“Achievement of your happiness is the only moral purpose of your life, and that happiness, not pain or mindless self-indulgence, is the proof of your moral integrity, since it is the proof and the result of your loyalty to the achievement of your values”. – Ayn Rand
This is a guest post by Cathy Taughinbaugh of TreatmentTalk.
“When changing your values to match your genuine character, you generate the positive energy required to attract people and a way of life that matches your true vibration, and a life of peace and serenity will become possible.” ~ Sherry Gaba
Have you thought about your value system lately?
What about your personal values?
What about your cultural values?
Values and Beliefs are unique to us
Many of us were taught when we were young to have certain standards of behavior, and that our value system reflects the kind of person we are.
They were set by our family, friends, teachers and our environment.
They reflected what our family or role models thought was important in life.
A value system can keep people moving along in life making good choices and being proud of who they are.
As we grew and moved into adolescence, many of us began to rebel against what we were taught.
We questioned our core values and began to listen to our peers and the outside world. We may have lost sight of our true self.
Some, but not all of us may have succumbed to the outside influence and made poor choices that changed our course in life.
We may have disconnected from our core values, and given in to choices that led to pain for ourselves and others.
We may have given into our desires or cravings to the detriment of leading a healthy life.
Sometimes this was a brief flourish of experimentation, sometimes it was much more.
When we make the decision to transform our life to something more meaningful, many of those original core values that we once though were important can become a foundation for a better life.
Different groups in our society have different value systems for their way of life.
For example, a professional football player may have different values than a doctor.
A teacher may have different values than her students.
A teenager in the 60’s might have different values than a teenager today.
Scientists may have different values than an executive.
Other cultures value different things in their society.
Good values are those that work for you at a certain moment in your life. You know when your values work for you because they speak to who you really are.
Your values can change as your life changes, and can be a road map that guides you through life.
You will move in a more purposeful direction and the decisions you make based on your values will help you reach your goals.
A list of values that you can add to your life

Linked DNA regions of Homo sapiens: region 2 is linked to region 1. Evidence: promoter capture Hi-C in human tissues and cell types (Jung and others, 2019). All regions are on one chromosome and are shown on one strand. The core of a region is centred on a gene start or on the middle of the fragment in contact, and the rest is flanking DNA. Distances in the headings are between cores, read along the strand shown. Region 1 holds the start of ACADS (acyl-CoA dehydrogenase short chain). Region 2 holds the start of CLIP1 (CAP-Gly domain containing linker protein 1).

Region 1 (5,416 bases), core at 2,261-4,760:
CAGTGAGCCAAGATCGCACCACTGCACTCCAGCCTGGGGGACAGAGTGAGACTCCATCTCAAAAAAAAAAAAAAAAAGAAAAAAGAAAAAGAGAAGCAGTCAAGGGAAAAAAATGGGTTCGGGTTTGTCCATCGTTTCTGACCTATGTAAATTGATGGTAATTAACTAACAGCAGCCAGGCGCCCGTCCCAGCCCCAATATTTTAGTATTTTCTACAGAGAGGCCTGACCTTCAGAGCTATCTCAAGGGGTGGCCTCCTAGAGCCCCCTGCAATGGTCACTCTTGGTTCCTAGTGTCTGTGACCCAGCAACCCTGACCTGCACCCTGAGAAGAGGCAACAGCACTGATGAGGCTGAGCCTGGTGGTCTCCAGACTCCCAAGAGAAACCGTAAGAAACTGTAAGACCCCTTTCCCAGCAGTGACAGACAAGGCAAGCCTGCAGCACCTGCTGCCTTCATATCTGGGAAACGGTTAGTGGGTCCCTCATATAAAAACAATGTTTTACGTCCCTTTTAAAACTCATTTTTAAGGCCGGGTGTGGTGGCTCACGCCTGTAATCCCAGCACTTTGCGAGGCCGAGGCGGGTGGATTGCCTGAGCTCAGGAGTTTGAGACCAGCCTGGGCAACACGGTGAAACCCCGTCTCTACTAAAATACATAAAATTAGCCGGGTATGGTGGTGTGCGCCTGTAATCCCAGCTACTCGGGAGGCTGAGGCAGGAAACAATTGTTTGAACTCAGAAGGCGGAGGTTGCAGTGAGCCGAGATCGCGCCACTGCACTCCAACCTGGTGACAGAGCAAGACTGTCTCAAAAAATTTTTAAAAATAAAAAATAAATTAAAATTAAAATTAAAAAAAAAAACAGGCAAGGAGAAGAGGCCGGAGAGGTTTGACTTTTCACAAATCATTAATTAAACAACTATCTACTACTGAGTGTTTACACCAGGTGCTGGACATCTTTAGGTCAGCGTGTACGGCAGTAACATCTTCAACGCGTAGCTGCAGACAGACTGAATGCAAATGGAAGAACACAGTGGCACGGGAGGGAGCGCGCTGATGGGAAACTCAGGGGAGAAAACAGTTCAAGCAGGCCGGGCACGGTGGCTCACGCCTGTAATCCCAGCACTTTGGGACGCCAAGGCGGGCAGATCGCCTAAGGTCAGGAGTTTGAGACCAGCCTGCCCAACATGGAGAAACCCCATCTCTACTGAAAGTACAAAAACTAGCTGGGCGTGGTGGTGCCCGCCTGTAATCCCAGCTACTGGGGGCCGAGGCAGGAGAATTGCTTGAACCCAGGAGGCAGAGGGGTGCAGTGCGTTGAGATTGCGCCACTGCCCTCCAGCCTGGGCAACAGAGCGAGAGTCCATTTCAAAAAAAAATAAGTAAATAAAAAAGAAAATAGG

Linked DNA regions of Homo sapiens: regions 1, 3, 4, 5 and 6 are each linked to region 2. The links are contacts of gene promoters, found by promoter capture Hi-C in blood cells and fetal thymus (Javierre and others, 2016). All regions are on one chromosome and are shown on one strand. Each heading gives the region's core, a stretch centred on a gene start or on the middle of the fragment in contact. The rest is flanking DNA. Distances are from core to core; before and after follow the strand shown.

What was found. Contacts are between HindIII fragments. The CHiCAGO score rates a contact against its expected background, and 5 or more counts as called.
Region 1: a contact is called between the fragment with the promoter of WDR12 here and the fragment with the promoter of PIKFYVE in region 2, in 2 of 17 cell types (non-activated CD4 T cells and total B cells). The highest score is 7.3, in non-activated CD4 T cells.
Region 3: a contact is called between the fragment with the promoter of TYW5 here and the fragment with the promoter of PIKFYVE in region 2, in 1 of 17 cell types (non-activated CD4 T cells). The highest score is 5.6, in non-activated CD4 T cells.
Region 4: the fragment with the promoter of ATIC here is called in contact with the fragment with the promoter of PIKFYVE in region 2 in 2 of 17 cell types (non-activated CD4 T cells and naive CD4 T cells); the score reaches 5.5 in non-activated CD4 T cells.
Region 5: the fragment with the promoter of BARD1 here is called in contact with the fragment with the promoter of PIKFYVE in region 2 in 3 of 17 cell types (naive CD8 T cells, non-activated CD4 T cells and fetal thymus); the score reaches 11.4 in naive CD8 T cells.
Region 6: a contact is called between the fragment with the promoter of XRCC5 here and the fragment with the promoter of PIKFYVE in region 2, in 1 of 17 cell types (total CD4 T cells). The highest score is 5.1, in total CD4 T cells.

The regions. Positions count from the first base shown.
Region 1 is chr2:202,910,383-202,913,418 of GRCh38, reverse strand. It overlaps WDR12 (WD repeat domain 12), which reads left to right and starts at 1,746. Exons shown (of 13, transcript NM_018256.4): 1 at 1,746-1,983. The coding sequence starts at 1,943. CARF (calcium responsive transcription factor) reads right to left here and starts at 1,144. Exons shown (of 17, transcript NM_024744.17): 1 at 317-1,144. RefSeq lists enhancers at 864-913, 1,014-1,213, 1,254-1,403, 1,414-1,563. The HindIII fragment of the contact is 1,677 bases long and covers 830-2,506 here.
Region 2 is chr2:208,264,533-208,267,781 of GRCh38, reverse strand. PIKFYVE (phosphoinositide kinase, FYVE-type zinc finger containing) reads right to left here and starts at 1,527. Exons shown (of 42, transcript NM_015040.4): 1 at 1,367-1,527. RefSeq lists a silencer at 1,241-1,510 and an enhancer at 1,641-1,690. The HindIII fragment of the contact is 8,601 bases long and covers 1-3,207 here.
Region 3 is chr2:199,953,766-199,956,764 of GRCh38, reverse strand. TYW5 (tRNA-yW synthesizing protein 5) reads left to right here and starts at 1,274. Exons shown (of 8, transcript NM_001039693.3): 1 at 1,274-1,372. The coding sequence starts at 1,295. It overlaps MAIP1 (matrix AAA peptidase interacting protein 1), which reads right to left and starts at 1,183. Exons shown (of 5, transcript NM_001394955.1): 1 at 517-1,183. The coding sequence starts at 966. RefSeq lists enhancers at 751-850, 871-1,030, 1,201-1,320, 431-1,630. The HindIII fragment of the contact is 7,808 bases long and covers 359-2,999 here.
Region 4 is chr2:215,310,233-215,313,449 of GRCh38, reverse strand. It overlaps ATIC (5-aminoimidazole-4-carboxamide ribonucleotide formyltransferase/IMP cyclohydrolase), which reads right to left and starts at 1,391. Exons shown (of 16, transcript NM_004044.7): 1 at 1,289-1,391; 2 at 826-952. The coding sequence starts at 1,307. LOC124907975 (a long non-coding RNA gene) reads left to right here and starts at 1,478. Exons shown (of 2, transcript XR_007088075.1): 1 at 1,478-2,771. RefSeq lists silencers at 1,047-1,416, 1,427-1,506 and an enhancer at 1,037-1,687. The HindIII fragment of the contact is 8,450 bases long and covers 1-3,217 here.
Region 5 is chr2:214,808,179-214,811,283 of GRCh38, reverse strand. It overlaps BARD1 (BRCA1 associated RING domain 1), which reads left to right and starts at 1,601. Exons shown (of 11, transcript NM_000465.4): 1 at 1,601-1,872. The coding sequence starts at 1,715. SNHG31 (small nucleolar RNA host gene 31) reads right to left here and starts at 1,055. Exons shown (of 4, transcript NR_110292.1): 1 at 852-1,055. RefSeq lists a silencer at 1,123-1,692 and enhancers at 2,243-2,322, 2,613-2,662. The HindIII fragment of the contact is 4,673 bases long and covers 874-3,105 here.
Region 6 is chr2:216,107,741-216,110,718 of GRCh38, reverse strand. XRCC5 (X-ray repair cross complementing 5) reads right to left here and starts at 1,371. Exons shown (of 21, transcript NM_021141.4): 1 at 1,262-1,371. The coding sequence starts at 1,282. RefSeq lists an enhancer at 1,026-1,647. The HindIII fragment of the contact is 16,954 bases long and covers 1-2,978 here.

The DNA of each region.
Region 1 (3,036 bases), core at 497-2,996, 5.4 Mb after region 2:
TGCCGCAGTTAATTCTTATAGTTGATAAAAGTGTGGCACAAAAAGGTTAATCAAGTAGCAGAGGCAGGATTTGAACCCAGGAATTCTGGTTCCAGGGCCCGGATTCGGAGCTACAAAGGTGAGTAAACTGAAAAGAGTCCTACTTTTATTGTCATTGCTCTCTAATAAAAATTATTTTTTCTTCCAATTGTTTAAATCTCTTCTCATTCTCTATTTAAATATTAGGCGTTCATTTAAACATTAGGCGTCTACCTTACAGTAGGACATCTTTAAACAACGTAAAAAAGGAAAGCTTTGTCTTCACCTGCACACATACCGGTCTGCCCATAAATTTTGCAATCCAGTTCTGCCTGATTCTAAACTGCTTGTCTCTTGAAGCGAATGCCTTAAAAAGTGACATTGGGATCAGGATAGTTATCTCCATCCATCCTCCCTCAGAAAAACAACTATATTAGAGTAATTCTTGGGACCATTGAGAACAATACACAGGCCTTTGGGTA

Here are some core values and beliefs that some feel are important.
Accountability is being responsible and answerable to our behavior, and in doing so we create a sense of trust from others.
Appreciation is recognizing and enjoying the good qualities of someone or something, and all that life has to offer.
Authenticity is being honest, genuine and real. We show our true selves and do not compromise our values to be accepted by others.
Creativity is being able to go beyond traditional ideas, and create meaningful unexpected new ideas, by using our imagination.
Dependability is being able to demonstrate that we are reliable and worthy of trust. People know they can count on us.
Focus is being able to concentrate on a particular activity and give it our full attention. When you can “zero in” on a particular outcome, more often than not you will be successful.
Generosity is possessing the quality of being unselfish, kind, willing to share. There is no price tag on the satisfaction you get when you make someone’s life a bit better. The best way to be happy is by bringing happiness to others.
Honesty is being truthful, sincere and free from deceit or fraud. We cheat not only others, but ourselves when we are dishonest. We gain the respect of others when we are honest and feel good about ourselves.
Patience is having the capacity to accept delay, trouble or suffering without getting angry or upset. Practicing patience with others really involves two things: compassion and acceptance.
Self-reliance is being able to rely on our own power and resources and not those of others. Those that do the best in life realize early on that no one is going to save them. When we rely on ourselves, we become strong.
Tolerance is being willing to accept another’s opinion or behavior that we do not necessarily agree with. It allows us to be open.
Willingness to Explore – We are open and willing to listen to new ideas and try new things which gives us the opportunity to have an interesting life filled with rich, rewarding experiences.
What values and beliefs do you stand for? What would you be willing to defend?
Cathy Taughinbaugh writes on addiction, recovery and treatment atTreatmentTalk.org. You can also follow her on Facebook at Treatment Talk and twitter @treatmenttalk.